•    One’s reward for hard work in the kingdom of God is not more
     money but more work!
•    We are all given tasks to do for the sake of the kingdom, but these
     are always in proportion to our abilities.
•    God does not value the return on one unit of responsibility any
     less than the return expected on two or five units. All receive the
     same reward for an honest and faithful effort.
•    As mentioned in the notes, Jesus is making a clear statement at
     the close of his teaching ministry, about the volume of precious
     instruction, the body of spiritual knowledge, He has handed on to
     His disciples, which includes the Apostles, as well as all the faithful
     whom they, in their turn, instruct. All are called to take it to heart,
     let it constantly echo within them as the Living Word of their
     Master, and let it flow forth in their own words and actions.

Jesus was never clearer than when He said that what has been entrusted to each person will one day be seen as miniscule compared with the superabundance of spiritual blessings when each hears the call:
                                   “Come and share your master’s joy!”

The early Fathers of the Church saw in all of this, the lesson that grace used well leads to increased gifts of more. They also concluded that the “in-between-time” (Ascension to the Great Return) must be filled up and made meaningful by our deeds of love — which the following parable-like story of the Last Judgment shows.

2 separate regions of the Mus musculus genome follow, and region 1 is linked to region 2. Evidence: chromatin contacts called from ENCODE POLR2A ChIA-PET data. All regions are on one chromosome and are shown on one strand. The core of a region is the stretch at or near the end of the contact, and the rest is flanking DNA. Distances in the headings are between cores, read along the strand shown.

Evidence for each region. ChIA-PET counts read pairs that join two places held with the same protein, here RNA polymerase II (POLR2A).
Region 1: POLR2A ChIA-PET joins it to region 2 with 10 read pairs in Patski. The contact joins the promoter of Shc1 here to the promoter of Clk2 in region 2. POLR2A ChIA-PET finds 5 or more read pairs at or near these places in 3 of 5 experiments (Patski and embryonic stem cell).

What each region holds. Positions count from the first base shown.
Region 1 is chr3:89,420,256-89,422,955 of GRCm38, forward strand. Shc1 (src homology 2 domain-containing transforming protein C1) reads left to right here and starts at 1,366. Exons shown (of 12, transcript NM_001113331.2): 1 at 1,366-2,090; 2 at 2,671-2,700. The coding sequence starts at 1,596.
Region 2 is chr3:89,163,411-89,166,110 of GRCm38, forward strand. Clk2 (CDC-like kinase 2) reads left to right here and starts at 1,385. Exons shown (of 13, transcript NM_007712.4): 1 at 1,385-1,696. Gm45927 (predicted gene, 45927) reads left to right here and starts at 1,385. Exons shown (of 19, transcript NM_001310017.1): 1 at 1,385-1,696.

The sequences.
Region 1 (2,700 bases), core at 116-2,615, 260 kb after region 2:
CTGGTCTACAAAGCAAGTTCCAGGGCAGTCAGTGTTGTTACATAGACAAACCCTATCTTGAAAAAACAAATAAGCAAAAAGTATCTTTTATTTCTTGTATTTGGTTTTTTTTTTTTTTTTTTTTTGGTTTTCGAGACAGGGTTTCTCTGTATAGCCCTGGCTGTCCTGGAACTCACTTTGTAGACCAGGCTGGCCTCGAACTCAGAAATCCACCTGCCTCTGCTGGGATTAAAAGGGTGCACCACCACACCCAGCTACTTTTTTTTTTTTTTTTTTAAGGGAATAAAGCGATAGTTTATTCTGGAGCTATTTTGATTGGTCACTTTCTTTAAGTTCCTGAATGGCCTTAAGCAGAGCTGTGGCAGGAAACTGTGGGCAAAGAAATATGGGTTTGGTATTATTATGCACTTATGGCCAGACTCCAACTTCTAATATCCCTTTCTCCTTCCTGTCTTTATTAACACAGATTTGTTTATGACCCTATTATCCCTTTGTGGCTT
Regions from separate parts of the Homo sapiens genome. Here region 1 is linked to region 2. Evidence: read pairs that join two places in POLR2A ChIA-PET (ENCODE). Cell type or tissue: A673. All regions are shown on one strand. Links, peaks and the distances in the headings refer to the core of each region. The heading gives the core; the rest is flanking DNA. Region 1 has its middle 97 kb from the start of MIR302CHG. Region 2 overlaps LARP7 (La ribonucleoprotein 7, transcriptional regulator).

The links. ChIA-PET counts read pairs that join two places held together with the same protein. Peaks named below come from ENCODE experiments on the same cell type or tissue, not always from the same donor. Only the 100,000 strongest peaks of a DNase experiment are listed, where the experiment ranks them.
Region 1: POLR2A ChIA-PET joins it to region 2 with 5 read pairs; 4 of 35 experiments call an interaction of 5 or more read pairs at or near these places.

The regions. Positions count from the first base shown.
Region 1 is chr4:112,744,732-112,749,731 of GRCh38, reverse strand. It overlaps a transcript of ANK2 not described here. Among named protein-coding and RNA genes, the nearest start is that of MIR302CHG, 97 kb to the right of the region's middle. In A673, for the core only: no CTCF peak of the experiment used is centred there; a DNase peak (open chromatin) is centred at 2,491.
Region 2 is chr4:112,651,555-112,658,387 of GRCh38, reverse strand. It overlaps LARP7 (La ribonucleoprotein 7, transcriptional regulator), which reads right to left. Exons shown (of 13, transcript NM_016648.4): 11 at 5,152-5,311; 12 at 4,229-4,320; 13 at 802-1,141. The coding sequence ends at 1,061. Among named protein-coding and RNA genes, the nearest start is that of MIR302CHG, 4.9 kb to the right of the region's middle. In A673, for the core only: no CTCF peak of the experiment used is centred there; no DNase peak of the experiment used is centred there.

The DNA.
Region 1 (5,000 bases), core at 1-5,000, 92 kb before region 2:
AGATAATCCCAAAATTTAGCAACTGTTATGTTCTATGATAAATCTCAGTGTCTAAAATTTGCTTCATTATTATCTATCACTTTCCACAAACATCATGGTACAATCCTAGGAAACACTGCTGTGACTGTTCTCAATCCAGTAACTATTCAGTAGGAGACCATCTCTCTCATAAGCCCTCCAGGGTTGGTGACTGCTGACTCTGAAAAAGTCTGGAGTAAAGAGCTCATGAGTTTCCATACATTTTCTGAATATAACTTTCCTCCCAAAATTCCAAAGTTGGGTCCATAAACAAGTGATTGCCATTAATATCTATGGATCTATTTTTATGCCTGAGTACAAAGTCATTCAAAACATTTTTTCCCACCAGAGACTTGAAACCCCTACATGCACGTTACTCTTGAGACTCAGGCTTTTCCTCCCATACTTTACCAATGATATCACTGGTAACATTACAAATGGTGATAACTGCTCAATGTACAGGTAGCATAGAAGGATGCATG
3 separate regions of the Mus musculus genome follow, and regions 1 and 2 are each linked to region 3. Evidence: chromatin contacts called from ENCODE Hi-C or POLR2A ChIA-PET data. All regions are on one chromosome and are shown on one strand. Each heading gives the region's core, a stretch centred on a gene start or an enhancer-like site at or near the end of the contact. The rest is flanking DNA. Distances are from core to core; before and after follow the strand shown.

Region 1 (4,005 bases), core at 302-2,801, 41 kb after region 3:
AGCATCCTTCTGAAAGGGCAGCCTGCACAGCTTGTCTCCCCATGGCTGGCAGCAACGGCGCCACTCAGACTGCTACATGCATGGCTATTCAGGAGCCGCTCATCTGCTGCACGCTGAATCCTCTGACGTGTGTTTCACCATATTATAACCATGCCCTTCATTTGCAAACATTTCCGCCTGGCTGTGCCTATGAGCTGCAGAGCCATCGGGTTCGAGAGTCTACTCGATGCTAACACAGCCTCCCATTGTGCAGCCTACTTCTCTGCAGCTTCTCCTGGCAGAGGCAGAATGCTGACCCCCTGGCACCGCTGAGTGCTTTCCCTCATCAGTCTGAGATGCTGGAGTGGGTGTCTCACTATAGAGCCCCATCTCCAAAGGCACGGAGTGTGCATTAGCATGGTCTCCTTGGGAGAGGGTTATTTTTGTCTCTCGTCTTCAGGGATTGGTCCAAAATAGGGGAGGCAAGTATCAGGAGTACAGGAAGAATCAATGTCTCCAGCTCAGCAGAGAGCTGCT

Our Lord has truly proven himself to be the fulfilment of all the promises, prophecies and blessings of the Old Testament. But His work is unfinished until we have completed our assignments!

“Son of man, he said to me, take into your heart all my words that
I speak to you; hear them well.”               
   Ezekiel 3: 10

 

Shalom!

 

Further Reading

For those who would like a detailed study resource on
the readings for Sunday, please visit:

Agape Bible Study — 33rd Sunday in Ordinary Time
If you require only the section on the Gospel reading,
just scroll down the page.

To view all the material on the Agape website please visit:
www.agapebiblestudy.com

This website is highly recommended:

 

“Proclaim the Gospel to Every Creature”

(Mark 16: 15)

The real Jesus, is the real answer to the real needs of the world!

Let us remember God’s teaching, contained in His Word and in doing
so, remain close to Him. The following are only examples illustrating